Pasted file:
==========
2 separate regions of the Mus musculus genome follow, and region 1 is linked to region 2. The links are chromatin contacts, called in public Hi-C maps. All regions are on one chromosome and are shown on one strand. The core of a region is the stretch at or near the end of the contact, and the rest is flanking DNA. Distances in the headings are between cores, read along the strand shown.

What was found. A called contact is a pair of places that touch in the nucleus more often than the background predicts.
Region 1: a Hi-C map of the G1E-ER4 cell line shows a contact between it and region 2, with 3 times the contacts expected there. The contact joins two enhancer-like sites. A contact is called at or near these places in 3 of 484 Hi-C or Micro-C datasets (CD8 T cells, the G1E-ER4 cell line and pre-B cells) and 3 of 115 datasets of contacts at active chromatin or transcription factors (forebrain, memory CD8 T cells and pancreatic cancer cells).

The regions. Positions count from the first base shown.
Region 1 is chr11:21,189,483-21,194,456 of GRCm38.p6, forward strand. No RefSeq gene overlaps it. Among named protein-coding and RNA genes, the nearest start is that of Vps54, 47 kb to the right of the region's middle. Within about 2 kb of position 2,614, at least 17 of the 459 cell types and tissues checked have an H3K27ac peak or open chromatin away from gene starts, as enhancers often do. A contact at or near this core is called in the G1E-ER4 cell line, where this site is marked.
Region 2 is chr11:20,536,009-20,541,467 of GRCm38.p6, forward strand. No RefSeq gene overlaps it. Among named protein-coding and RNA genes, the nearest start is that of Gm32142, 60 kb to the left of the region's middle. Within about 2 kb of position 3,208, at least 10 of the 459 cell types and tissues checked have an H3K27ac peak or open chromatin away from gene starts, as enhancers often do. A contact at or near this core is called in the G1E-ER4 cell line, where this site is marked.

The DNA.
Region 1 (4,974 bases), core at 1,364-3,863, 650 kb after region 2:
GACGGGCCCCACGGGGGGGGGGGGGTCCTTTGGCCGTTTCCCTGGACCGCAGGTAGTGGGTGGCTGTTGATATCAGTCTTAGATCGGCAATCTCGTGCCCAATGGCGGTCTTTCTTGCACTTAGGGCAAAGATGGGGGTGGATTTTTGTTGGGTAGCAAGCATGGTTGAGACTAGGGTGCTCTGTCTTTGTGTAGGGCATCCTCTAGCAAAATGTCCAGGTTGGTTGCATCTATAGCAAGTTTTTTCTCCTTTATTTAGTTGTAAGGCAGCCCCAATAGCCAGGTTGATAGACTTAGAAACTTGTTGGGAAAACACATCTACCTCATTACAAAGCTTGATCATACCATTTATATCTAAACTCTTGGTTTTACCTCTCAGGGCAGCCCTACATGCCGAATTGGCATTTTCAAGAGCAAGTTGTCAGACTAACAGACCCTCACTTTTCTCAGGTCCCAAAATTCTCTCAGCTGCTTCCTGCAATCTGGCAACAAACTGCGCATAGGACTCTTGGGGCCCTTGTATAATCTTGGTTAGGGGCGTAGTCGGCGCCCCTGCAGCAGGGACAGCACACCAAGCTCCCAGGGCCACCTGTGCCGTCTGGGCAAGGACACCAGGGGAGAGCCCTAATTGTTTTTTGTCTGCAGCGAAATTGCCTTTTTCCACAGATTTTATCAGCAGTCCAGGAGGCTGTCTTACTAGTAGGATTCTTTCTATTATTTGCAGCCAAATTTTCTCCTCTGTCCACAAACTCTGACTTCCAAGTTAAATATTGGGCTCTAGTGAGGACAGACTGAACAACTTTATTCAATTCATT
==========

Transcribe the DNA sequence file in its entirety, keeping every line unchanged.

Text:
2 separate regions of the Mus musculus genome follow, and region 1 is linked to region 2. The links are chromatin contacts, called in public Hi-C maps. All regions are on one chromosome and are shown on one strand. The core of a region is the stretch at or near the end of the contact, and the rest is flanking DNA. Distances in the headings are between cores, read along the strand shown.

What was found. A called contact is a pair of places that touch in the nucleus more often than the background predicts.
Region 1: a Hi-C map of the G1E-ER4 cell line shows a contact between it and region 2, with 3 times the contacts expected there. The contact joins two enhancer-like sites. A contact is called at or near these places in 3 of 484 Hi-C or Micro-C datasets (CD8 T cells, the G1E-ER4 cell line and pre-B cells) and 3 of 115 datasets of contacts at active chromatin or transcription factors (forebrain, memory CD8 T cells and pancreatic cancer cells).

The regions. Positions count from the first base shown.
Region 1 is chr11:21,189,483-21,194,456 of GRCm38.p6, forward strand. No RefSeq gene overlaps it. Among named protein-coding and RNA genes, the nearest start is that of Vps54, 47 kb to the right of the region's middle. Within about 2 kb of position 2,614, at least 17 of the 459 cell types and tissues checked have an H3K27ac peak or open chromatin away from gene starts, as enhancers often do. A contact at or near this core is called in the G1E-ER4 cell line, where this site is marked.
Region 2 is chr11:20,536,009-20,541,467 of GRCm38.p6, forward strand. No RefSeq gene overlaps it. Among named protein-coding and RNA genes, the nearest start is that of Gm32142, 60 kb to the left of the region's middle. Within about 2 kb of position 3,208, at least 10 of the 459 cell types and tissues checked have an H3K27ac peak or open chromatin away from gene starts, as enhancers often do. A contact at or near this core is called in the G1E-ER4 cell line, where this site is marked.

The DNA.
Region 1 (4,974 bases), core at 1,364-3,863, 650 kb after region 2:
GACGGGCCCCACGGGGGGGGGGGGGTCCTTTGGCCGTTTCCCTGGACCGCAGGTAGTGGGTGGCTGTTGATATCAGTCTTAGATCGGCAATCTCGTGCCCAATGGCGGTCTTTCTTGCACTTAGGGCAAAGATGGGGGTGGATTTTTGTTGGGTAGCAAGCATGGTTGAGACTAGGGTGCTCTGTCTTTGTGTAGGGCATCCTCTAGCAAAATGTCCAGGTTGGTTGCATCTATAGCAAGTTTTTTCTCCTTTATTTAGTTGTAAGGCAGCCCCAATAGCCAGGTTGATAGACTTAGAAACTTGTTGGGAAAACACATCTACCTCATTACAAAGCTTGATCATACCATTTATATCTAAACTCTTGGTTTTACCTCTCAGGGCAGCCCTACATGCCGAATTGGCATTTTCAAGAGCAAGTTGTCAGACTAACAGACCCTCACTTTTCTCAGGTCCCAAAATTCTCTCAGCTGCTTCCTGCAATCTGGCAACAAACTGCGCATAGGACTCTTGGGGCCCTTGTATAATCTTGGTTAGGGGCGTAGTCGGCGCCCCTGCAGCAGGGACAGCACACCAAGCTCCCAGGGCCACCTGTGCCGTCTGGGCAAGGACACCAGGGGAGAGCCCTAATTGTTTTTTGTCTGCAGCGAAATTGCCTTTTTCCACAGATTTTATCAGCAGTCCAGGAGGCTGTCTTACTAGTAGGATTCTTTCTATTATTTGCAGCCAAATTTTCTCCTCTGTCCACAAACTCTGACTTCCAAGTTAAATATTGGGCTCTAGTGAGGACAGACTGAACAACTTTATTCAATTCATT